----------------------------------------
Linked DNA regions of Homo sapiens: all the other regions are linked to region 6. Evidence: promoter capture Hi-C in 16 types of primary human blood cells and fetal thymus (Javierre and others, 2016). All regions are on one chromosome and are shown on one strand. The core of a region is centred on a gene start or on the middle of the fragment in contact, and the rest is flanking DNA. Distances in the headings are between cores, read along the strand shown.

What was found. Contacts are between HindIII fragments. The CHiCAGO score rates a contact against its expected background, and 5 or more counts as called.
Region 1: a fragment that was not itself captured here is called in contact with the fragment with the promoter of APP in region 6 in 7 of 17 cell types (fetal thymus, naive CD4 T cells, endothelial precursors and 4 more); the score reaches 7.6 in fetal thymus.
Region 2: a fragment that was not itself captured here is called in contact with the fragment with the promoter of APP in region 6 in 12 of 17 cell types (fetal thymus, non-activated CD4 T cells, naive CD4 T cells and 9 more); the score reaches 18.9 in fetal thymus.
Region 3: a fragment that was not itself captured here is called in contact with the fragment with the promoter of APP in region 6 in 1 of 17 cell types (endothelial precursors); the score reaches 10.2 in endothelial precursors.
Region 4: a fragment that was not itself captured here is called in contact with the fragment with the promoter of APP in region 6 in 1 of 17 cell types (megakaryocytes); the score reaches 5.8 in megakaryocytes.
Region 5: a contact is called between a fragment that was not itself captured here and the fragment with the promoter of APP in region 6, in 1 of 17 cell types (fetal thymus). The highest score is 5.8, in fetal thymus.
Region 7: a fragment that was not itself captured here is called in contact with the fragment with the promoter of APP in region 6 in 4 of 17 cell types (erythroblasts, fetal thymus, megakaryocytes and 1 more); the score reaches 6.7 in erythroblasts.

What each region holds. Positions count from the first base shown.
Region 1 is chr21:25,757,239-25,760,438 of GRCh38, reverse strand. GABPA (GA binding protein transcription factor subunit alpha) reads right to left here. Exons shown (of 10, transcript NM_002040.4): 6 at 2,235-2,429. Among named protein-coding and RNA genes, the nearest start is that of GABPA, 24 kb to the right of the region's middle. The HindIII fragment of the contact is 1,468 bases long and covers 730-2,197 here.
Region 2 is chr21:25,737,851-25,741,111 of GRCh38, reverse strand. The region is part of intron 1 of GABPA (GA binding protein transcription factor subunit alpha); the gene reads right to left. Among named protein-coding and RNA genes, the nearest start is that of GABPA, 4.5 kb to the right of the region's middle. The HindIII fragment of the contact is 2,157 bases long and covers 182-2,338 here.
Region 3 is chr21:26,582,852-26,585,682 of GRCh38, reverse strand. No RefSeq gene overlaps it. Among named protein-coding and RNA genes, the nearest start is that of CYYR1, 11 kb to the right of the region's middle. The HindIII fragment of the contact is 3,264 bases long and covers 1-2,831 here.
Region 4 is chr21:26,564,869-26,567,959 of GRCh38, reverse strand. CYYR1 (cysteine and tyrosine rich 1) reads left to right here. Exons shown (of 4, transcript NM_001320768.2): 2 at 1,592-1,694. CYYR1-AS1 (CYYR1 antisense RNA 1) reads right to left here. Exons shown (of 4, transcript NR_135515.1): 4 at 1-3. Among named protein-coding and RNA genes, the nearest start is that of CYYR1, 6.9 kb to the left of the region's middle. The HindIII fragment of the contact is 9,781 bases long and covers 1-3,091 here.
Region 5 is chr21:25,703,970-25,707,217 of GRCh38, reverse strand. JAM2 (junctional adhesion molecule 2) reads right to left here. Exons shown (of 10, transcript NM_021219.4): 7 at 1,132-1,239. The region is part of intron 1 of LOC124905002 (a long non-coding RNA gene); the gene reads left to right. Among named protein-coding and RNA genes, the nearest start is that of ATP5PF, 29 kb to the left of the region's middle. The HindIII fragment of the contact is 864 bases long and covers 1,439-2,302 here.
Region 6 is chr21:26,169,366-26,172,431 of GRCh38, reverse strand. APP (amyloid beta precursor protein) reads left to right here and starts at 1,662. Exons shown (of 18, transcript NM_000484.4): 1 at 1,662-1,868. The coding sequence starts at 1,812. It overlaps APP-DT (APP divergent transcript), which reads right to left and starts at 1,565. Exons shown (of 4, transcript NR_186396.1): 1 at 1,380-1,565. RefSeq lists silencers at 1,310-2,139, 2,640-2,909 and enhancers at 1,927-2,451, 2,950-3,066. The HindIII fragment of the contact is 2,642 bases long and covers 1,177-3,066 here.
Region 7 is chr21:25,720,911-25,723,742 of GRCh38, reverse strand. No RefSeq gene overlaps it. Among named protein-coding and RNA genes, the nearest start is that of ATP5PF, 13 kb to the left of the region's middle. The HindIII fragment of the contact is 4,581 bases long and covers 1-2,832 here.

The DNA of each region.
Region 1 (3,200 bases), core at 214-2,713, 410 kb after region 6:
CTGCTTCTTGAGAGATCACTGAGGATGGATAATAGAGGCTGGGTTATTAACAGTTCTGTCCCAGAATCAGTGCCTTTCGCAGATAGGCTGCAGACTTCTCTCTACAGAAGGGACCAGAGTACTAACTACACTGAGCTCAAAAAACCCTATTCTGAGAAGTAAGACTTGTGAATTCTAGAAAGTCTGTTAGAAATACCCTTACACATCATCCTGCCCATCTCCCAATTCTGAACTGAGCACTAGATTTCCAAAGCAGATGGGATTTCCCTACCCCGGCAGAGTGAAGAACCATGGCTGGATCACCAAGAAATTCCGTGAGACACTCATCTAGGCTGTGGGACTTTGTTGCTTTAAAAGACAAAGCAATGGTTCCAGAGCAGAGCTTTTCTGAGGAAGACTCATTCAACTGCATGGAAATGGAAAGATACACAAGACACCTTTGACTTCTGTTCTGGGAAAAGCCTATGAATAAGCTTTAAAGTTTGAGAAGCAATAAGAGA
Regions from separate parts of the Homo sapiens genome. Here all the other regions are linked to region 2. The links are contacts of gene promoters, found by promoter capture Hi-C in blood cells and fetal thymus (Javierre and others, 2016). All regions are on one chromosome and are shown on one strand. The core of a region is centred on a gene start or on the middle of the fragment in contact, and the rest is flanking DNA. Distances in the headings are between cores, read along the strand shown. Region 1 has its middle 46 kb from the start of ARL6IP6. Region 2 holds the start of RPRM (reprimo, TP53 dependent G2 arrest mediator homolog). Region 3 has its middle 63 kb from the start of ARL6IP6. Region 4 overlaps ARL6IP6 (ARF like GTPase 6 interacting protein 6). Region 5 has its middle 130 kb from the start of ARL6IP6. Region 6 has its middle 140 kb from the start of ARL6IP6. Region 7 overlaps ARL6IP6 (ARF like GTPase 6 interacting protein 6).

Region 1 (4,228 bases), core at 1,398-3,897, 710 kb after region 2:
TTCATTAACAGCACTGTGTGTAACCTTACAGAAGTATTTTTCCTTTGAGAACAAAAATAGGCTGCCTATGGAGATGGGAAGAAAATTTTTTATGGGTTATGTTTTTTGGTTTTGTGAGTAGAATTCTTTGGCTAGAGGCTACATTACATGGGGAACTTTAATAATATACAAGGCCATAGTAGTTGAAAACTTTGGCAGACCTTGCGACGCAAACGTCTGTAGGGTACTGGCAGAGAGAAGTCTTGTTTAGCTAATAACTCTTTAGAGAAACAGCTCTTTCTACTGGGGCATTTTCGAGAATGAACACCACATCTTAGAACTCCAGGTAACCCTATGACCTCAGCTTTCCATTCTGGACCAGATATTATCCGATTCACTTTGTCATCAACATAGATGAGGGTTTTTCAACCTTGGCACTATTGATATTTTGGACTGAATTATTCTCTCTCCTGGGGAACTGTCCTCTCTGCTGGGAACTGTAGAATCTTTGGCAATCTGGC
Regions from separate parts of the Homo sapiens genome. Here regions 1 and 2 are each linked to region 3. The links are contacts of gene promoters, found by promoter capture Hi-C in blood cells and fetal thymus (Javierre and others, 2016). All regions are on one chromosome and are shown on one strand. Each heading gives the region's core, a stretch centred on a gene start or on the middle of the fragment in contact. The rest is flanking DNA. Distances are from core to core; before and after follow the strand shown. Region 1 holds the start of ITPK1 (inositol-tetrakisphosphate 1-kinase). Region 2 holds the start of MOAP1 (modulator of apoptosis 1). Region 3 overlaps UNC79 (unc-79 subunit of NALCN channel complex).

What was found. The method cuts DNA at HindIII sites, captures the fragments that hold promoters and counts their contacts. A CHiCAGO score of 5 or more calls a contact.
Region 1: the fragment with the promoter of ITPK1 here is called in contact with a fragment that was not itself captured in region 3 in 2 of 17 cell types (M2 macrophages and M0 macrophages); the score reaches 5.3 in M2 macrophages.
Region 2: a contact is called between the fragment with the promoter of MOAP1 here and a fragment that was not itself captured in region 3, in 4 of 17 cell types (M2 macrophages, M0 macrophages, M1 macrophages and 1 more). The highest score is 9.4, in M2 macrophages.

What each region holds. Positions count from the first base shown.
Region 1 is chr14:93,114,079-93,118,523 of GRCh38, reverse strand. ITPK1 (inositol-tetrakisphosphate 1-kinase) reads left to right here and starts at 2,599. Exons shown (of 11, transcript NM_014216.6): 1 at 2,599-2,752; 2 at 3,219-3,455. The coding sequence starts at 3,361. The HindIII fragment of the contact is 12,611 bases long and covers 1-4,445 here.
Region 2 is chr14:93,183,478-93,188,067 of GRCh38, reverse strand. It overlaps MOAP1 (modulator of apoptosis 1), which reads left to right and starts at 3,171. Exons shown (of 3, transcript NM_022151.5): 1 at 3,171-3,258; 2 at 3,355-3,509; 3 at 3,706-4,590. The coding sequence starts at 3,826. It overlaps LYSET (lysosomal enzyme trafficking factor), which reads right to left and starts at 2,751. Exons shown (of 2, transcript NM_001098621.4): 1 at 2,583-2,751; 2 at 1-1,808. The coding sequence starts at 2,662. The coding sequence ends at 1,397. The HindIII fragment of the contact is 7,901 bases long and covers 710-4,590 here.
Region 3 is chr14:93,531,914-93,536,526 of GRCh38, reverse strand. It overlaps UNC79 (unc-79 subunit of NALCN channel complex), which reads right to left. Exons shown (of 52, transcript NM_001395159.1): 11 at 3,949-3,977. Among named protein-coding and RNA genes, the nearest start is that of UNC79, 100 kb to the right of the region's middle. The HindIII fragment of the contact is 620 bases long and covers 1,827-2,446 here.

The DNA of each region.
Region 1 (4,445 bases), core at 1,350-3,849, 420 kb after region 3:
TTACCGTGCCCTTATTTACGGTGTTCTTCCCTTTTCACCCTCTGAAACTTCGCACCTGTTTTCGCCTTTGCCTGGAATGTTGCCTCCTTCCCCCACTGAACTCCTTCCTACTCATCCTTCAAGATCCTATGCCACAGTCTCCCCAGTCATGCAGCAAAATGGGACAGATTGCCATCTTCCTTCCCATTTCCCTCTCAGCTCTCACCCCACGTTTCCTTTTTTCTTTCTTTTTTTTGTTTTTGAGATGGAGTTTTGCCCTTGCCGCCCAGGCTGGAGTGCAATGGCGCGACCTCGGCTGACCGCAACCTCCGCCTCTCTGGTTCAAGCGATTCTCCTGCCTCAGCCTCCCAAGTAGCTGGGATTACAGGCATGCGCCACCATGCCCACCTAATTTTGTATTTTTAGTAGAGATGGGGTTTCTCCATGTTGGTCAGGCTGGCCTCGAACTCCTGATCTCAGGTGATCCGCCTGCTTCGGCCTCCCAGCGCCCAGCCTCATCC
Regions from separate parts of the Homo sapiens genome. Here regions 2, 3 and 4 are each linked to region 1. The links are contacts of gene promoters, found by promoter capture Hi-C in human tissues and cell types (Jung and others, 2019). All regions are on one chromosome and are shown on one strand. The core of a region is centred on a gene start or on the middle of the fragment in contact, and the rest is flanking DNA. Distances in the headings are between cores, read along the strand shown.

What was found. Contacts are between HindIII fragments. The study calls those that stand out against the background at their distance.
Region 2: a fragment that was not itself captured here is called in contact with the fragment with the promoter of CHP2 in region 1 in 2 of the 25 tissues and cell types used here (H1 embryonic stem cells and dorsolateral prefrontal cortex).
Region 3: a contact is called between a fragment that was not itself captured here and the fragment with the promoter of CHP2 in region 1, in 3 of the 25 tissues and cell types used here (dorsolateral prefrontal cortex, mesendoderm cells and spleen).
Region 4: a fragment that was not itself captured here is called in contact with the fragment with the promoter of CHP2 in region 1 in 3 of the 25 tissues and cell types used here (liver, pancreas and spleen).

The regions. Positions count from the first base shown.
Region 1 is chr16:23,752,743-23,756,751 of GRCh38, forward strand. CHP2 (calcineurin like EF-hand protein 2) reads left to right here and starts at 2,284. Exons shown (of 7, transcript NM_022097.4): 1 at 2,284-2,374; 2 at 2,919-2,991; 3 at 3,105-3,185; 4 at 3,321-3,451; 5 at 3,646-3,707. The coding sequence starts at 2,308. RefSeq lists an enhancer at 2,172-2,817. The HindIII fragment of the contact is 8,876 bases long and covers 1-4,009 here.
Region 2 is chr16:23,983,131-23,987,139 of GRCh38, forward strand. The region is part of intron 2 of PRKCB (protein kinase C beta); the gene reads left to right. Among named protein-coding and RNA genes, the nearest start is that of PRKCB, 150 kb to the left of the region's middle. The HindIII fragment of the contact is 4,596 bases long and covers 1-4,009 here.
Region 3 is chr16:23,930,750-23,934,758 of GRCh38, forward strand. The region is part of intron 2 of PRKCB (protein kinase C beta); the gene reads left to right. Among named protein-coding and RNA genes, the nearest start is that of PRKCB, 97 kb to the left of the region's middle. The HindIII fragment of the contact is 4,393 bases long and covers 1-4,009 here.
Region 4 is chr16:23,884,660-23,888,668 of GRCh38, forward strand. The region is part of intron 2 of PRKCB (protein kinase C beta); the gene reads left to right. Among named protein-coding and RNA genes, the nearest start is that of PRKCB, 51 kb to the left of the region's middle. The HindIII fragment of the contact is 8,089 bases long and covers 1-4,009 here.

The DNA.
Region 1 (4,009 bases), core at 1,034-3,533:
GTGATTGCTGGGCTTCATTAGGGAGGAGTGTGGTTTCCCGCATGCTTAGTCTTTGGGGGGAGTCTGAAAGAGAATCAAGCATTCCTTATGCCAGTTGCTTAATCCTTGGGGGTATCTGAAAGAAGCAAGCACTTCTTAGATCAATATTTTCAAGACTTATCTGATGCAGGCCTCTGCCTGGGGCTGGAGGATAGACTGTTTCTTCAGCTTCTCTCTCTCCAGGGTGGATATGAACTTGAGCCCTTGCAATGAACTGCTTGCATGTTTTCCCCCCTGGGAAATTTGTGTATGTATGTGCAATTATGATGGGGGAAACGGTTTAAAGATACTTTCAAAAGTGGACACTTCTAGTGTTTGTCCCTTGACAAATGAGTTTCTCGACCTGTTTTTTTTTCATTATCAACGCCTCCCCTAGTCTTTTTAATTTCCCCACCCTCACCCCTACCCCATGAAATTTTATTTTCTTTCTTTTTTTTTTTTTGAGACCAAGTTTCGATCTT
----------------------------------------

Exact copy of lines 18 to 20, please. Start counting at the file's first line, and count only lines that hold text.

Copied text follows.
Region 1 (3,200 bases), core at 214-2,713, 410 kb after region 6:
CTGCTTCTTGAGAGATCACTGAGGATGGATAATAGAGGCTGGGTTATTAACAGTTCTGTCCCAGAATCAGTGCCTTTCGCAGATAGGCTGCAGACTTCTCTCTACAGAAGGGACCAGAGTACTAACTACACTGAGCTCAAAAAACCCTATTCTGAGAAGTAAGACTTGTGAATTCTAGAAAGTCTGTTAGAAATACCCTTACACATCATCCTGCCCATCTCCCAATTCTGAACTGAGCACTAGATTTCCAAAGCAGATGGGATTTCCCTACCCCGGCAGAGTGAAGAACCATGGCTGGATCACCAAGAAATTCCGTGAGACACTCATCTAGGCTGTGGGACTTTGTTGCTTTAAAAGACAAAGCAATGGTTCCAGAGCAGAGCTTTTCTGAGGAAGACTCATTCAACTGCATGGAAATGGAAAGATACACAAGACACCTTTGACTTCTGTTCTGGGAAAAGCCTATGAATAAGCTTTAAAGTTTGAGAAGCAATAAGAGA
Regions from separate parts of the Homo sapiens genome. Here all the other regions are linked to region 2. The links are contacts of gene promoters, found by promoter capture Hi-C in blood cells and fetal thymus (Javierre and others, 2016). All regions are on one chromosome and are shown on one strand. The core of a region is centred on a gene start or on the middle of the fragment in contact, and the rest is flanking DNA. Distances in the headings are between cores, read along the strand shown. Region 1 has its middle 46 kb from the start of ARL6IP6. Region 2 holds the start of RPRM (reprimo, TP53 dependent G2 arrest mediator homolog). Region 3 has its middle 63 kb from the start of ARL6IP6. Region 4 overlaps ARL6IP6 (ARF like GTPase 6 interacting protein 6). Region 5 has its middle 130 kb from the start of ARL6IP6. Region 6 has its middle 140 kb from the start of ARL6IP6. Region 7 overlaps ARL6IP6 (ARF like GTPase 6 interacting protein 6).